The Idaho Division of Building Safety was one of the first state agencies to feel the brunt of the economic downturn, according to administrator Kelly Pearce. The agency, which runs safety inspections in new and existing building, gets much of its funding because of new construction.
“The construction industry almost overnight stopped,” Pearce said. “When the construction activity in the state of Idaho had its downturn with the economy that brought about an immediate economic impact within the agency … That means we’ve got less work within the agency than we previously had because construction activity has slowed.” He said the agency has chosen to meet its shrinking budget and workload with layoffs rather than unpaid furloughs. “By layoff, we can dramatically reduce in a year the actual cost of employees to the agency,” he said. The division currently has 24 vacant positions. Pearce said, as an example, that each layoff could save $8,400 a year in health benefits. Furloughs, which would reduce hours for workers but not the number of employees, wouldn’t have that savings.
Pearce said spending by the department has dropped from more than $12 million in fiscal year 2008 to an expected $9.98 million in the current fiscal year 2010 budget. Gov. Butch Otter is recommending the agency get $11.5 million in the next budget, none of it coming from state general funds. Pearce said the agency has underspent its appropriation for the last six years.
While state building inspectors felt the economic recession early, they may also feel the recovery sooner than most. “As the economy improves, and it will, we will be the first ones out of the economic situation,” Pearce said. He said when that happens, the division will start hiring more workers. The governor is recommending eliminating 11 of the 24 vacancies, and Pearce asked lawmakers not to eliminate any extra openings. “We’ve demonstrated to you that we can be fiscally responsible in managing the agency,” he said. Trimming those state positions now could limit the agency’s expansion in the future. “When that upturn takes place, we’re going to immediately have a need to bring on inspectors to keep the flow of commerce going in the state of Idaho.”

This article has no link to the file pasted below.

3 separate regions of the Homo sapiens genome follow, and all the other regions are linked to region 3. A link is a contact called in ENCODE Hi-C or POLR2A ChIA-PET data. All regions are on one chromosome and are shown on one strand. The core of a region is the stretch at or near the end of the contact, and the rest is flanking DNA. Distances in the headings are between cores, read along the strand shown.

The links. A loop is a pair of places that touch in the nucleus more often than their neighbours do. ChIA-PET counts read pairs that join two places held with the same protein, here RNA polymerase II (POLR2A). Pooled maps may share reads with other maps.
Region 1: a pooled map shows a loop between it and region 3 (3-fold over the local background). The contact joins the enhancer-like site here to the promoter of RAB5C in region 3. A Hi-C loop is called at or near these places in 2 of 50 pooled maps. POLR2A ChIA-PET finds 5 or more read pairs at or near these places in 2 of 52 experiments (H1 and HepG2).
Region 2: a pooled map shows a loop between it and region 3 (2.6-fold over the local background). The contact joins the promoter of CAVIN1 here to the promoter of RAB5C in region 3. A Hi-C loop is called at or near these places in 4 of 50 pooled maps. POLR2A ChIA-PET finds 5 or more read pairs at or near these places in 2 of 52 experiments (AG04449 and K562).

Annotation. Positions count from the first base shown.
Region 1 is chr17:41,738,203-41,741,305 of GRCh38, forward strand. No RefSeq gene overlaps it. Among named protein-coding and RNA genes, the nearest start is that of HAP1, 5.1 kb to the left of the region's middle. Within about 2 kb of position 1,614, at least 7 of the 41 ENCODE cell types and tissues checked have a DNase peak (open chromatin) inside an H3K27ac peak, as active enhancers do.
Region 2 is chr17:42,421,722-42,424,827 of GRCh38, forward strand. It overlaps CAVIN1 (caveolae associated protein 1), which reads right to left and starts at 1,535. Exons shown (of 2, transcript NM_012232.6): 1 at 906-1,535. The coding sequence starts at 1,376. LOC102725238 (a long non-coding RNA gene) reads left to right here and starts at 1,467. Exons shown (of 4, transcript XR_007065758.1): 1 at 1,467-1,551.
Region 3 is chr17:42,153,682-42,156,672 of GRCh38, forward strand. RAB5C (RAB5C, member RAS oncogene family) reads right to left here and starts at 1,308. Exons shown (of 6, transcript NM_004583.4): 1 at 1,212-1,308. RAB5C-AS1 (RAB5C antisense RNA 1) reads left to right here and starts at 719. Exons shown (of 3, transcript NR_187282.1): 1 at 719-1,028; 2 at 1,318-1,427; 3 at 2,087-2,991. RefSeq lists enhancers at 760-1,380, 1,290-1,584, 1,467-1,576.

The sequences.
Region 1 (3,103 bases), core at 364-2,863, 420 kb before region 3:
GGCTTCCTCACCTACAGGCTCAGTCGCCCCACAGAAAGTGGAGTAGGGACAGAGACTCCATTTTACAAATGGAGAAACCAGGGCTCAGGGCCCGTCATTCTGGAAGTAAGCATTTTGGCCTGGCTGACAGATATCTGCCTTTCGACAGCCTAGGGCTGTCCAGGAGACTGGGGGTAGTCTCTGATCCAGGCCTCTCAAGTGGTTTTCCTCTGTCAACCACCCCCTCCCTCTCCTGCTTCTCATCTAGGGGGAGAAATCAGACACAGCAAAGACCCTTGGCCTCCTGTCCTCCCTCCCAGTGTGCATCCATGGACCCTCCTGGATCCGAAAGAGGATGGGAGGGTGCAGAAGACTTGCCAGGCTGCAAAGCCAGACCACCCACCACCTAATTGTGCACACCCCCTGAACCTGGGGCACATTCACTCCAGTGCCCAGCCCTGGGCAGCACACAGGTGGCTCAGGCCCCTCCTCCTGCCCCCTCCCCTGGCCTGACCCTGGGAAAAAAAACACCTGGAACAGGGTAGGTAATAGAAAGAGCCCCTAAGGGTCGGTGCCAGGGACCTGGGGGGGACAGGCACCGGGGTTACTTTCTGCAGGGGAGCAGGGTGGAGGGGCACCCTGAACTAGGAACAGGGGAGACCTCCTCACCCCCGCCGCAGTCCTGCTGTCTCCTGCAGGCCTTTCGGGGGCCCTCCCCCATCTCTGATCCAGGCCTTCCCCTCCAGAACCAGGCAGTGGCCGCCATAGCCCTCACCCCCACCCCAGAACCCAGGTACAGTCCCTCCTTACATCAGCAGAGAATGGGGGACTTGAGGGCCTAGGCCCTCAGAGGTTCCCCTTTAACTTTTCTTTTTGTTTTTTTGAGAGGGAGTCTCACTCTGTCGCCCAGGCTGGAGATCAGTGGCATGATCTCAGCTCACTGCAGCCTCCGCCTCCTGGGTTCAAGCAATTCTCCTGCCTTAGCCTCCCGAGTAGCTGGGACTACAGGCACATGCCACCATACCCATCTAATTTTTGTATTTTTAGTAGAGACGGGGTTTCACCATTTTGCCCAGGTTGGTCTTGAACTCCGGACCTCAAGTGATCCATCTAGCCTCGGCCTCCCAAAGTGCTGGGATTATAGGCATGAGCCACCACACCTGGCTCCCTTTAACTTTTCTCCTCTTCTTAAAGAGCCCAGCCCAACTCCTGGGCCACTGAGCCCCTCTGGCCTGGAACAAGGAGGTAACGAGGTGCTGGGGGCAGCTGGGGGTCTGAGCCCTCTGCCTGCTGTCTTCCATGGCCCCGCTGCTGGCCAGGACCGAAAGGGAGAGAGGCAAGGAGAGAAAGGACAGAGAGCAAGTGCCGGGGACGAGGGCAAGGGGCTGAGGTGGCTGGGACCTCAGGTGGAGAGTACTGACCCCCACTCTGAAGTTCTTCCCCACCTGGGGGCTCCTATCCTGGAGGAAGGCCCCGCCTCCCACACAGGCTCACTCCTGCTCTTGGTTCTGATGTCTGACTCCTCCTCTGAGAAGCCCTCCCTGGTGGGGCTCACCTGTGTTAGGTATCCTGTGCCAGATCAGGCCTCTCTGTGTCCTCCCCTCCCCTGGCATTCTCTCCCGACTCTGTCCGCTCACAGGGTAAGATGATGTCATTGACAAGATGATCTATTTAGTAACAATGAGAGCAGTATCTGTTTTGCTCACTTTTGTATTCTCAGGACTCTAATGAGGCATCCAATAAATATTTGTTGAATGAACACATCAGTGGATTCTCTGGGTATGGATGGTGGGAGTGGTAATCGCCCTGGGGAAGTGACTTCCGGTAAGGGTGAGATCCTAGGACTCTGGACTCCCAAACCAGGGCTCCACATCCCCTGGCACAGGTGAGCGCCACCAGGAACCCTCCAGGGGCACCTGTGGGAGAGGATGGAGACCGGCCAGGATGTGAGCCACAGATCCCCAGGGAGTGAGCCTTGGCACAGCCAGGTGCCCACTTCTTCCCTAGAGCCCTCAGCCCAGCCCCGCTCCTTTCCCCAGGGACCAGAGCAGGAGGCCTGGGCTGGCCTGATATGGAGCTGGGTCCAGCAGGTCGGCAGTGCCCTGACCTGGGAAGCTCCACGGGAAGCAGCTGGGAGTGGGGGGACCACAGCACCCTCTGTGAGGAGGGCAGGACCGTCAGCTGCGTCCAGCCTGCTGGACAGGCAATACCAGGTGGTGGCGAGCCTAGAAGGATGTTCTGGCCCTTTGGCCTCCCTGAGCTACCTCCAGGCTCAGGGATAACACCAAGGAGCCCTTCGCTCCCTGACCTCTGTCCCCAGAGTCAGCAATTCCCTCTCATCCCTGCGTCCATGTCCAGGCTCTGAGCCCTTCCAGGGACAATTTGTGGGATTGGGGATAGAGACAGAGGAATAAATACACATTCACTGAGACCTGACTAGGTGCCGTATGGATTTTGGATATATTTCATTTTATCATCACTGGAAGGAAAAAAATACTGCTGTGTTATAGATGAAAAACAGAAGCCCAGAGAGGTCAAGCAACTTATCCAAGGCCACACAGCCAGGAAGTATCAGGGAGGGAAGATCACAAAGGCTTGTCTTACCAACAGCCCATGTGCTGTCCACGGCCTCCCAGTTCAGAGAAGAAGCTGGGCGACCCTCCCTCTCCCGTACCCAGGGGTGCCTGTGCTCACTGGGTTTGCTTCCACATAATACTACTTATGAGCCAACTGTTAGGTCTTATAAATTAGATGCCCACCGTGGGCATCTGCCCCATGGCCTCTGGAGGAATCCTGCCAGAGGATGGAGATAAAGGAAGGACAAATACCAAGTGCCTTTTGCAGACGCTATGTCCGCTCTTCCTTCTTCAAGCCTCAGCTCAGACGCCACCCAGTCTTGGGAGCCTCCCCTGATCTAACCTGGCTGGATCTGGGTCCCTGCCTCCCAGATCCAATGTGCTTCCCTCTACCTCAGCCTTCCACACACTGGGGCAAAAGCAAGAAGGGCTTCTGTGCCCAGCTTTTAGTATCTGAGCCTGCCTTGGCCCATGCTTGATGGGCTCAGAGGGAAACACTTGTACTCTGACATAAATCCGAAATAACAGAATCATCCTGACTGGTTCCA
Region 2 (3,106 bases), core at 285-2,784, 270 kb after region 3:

Pearce finished his remarks to lawmakers by linking the need for building inspectors with the destruction of buildings after the recent earthquake in Haiti. “Haiti is devoid of building code or building inspectors,” he said. “We have a responsibility to the people in the state of Idaho. That responsibility is safety, and we plan to do all we can to can to promote that activity.”